Description

 45100 / 12332
[ E, I, F (M) ]
 nvzFlowUDID  octetArray / Identifier  20 byte Unique ID that identifies the endpoint.
 45101 / 12333
[ E ]
 nvzFlowLoggedInUser  string / default  This is the logged in user on the device, in the form Authority\Principle. This is different from userName (id: 371), which is user associated with the flow.
 45102 / 12334
[ E ]
 nvzFlowOSName  string / default  Name of the operating system. E.g., Windows, Mac OS X
 45103 / 12335
[ E ]
 nvzFlowOSVersion  string / default  Version of the operating system. E.g., 5.0.2195 or 10.10
 45104 / 12336
[ E ]
 nvzFlowSystemManufacturer  string / default  Name of the manufacturer. E.g., Lenovo
 45105 / 12337
[ E ]
 nvzFlowSystemType  string / default  Type of the system. E.g., x86 or x64
 45106 / 12338
[ F ]
 nvzFlowProcessAccount  string / default  Authority\Principle of the process associated with the flow. E.g., ACME\JSmith, <machine>\JSmith
 45107 / 12339
[ F ]
 nvzFlowParentProcessAccount  string / default  Authority\Principle of the parent of the process associated with the flow. E.g., ACME\JSmith, <machine>\JSmith
 45108 / 12340
[ F ]
 nvzFlowProcessName  string / default  Name of the process associated with the flow. E.g., firefox.exe
 45109 / 12341
[ F ]
 nvzFlowProcessHash  octetArray / default  SHA256 hash of the process image on disk associated with the flow.
 45110 / 12342
[ F ]
 nvzFlowParentProcessName  string / default  Name of the parent of process associated with the flow. E.g., explorer.exe
45111 / 12343
[ F ]
nvzFlowParentProcessHash octetArray / default SHA256 hash of the process image on disk of the parent process associated with the flow.
45112 / 12344
[ F ]
nvzFlowDNSSuffix string / default Per-interface DNS suffix configured on the adapter associated with the flow for the endpoint. E.g., cisco.com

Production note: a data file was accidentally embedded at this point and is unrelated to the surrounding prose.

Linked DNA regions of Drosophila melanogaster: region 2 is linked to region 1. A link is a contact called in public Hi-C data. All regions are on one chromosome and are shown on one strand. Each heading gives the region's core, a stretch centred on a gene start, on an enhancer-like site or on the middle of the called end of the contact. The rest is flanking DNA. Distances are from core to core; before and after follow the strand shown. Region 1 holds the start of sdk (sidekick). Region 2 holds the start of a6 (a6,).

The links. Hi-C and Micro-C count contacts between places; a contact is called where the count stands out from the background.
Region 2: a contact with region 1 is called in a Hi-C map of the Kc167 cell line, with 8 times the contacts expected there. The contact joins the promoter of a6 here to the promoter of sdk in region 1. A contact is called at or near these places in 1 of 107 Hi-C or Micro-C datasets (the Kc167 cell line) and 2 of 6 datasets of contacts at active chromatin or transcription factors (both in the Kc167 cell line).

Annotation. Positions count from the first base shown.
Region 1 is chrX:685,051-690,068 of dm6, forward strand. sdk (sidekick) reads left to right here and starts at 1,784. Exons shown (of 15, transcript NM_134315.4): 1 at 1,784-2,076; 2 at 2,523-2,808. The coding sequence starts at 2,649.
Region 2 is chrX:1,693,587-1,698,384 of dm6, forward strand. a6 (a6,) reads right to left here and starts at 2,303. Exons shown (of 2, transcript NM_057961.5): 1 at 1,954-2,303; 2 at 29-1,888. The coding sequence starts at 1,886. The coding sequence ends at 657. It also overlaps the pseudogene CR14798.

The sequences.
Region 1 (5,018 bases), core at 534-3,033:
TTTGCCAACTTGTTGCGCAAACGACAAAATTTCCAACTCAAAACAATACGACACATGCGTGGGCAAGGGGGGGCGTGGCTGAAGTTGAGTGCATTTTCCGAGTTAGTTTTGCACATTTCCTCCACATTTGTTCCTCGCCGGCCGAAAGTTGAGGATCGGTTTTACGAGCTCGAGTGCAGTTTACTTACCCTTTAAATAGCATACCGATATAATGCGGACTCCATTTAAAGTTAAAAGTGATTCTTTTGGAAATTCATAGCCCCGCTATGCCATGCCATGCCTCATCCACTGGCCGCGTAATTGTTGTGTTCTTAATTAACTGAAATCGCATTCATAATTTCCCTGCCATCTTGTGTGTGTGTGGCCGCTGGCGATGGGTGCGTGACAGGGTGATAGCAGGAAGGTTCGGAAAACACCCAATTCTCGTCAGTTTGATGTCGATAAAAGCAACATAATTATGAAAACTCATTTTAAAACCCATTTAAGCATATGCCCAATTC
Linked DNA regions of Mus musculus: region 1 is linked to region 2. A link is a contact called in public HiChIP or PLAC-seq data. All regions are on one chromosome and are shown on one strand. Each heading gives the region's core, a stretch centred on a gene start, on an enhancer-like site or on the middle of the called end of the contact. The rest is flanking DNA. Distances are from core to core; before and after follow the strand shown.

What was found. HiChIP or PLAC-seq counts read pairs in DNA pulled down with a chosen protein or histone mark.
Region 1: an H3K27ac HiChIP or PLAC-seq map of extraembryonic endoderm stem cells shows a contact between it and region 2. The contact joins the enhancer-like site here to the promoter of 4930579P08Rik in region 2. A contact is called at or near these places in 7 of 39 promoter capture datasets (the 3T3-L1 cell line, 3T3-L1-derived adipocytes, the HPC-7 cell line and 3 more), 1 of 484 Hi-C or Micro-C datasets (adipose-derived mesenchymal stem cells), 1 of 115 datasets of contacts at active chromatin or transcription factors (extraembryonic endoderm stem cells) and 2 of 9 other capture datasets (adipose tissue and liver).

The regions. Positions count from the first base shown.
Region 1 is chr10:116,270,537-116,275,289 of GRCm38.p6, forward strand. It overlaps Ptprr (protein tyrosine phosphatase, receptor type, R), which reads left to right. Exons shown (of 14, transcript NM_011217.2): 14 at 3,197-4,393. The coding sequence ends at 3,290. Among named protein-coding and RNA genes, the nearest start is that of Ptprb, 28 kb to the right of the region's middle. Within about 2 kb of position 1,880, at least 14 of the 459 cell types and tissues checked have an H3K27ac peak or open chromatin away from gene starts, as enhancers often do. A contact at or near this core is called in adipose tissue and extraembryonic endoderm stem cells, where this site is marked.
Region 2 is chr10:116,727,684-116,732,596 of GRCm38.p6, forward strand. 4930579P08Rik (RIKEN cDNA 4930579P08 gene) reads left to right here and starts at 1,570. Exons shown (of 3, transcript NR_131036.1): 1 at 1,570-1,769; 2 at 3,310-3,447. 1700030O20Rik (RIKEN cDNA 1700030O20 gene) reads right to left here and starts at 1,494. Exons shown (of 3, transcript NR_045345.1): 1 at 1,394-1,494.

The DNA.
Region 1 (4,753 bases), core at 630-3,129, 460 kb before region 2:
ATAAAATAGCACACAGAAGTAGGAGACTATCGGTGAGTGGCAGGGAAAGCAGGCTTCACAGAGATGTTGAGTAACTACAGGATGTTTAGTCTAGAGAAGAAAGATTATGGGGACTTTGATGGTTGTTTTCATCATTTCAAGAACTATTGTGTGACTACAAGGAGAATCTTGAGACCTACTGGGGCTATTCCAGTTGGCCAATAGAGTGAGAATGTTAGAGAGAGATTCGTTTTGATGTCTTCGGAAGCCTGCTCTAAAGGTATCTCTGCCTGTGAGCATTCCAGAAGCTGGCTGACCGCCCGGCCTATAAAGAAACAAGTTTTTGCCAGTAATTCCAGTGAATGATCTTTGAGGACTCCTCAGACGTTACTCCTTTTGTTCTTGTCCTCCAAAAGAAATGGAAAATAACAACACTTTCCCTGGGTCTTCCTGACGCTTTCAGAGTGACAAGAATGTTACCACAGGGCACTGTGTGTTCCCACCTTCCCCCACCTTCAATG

45113 / 12345
[ F ]
nvzFlowDestinationHostname string / default The FQDN (hostname) that resolved to the destination IP on the endpoint. E.g., www.google.com
45114 / 12346
[ F ]
nvzFlowL4ByteCountIn unsigned64 / totalCounter  Total number of incoming bytes on the flow at Layer4 (Transport). [payload only, without L4 headers]
 45115 / 12347
[ F ]
 nvzFlowL4ByteCountOut  unsigned64 / totalCounter  Total number of outgoing bytes on the flow at Layer4 (Transport). [payload only, without L4 headers]
v2 fields
45119 / 12351
[ E ]
 nvzFlowOSEdition  string / default  The OS Edition, such as Windows 8.1 Enterprise Edition
 45120 / 12352
[ F ]
 nvzFlowModuleNameList  basicList of string / default  List of 0 or more names of the modules hosted by the process that generated the flow.   This can include the main DLLs in common containers such as dllhost, svchost, rundll32, etc. It can also contain other hosted components such as the name of the jar file in a JVM.
 45121 / 12353
[ F ]
 nvzFlowModuleHashList basicList of octetArray / default List of 0 or more SHA256 hashes of the modules associated with the nvzFlowModuleNameList
 45122 / 12354
[ F ]
nvzFlowCoordinatesList  basicList of float32 / default  List of 32bit floating point values representing Accuracy, Latitude, Longitude, [Altitude] respectively. Altitude is optional.   Coordinate based location information such as GPS, Wi-Fi Approximation, etc., Accuracy in meters – defines the error margin.
 45123 / 12355
[ F, I (M) ]
 nvzFlowInterfaceInfoUID  unsigned32 / identifier Unique ID for an interface meta-data. Should be used to lookup the interface meta-data from the InterfaceInfo records.
45124 / 12356
[ I ]
 nvzFlowInterfaceIndex unsigned32 / default  The index of the Network interface as reported by the OS.
 45125 / 12357
[ I ]
 nvzFlowInterfaceType unsigned8 / default  Interface Type, such as Wired, Wireless, Cellular, VPN, Tunneled, Bluetooth, etc. Enumeration of network types, defined by this spec.
45126 / 12358
[ I ]
 nvzFlowInterfaceName  string / default Network Interface/Adapter name as reported by the OS.
 45127 / 12359
[ I ]
 nvzFlowInterfaceDetailsList basicList of string / default  List of name value pair (delimited by ‘=’) of other interface attributes of interest. E.g., SSID=internet.
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8 Comments

  1. This is a very innovative export. We've added support for it as well. It provides much more insight into our VPN users.

    Clear write-up and sounds really useful.

    Nice post. Thanks Vinny.

    Excellent post Vinny. This information will be very helpful going forward.

  2. Very interesting new add-on to AnyConnect. Love to see this kind of intelligent innovation added to an already highly versatile product. The blog write-up is clear and helpful as well.

  3. Thanks for the interesting post, which platforms will this AnyConnect module be supported for?

    • AnyConnect 4.2 for Windows and Mac support the protocol as part of the AnyConnect Network Visibility Module.

  4. Nice article. Seems like a very useful set of endpoint data for threat defense.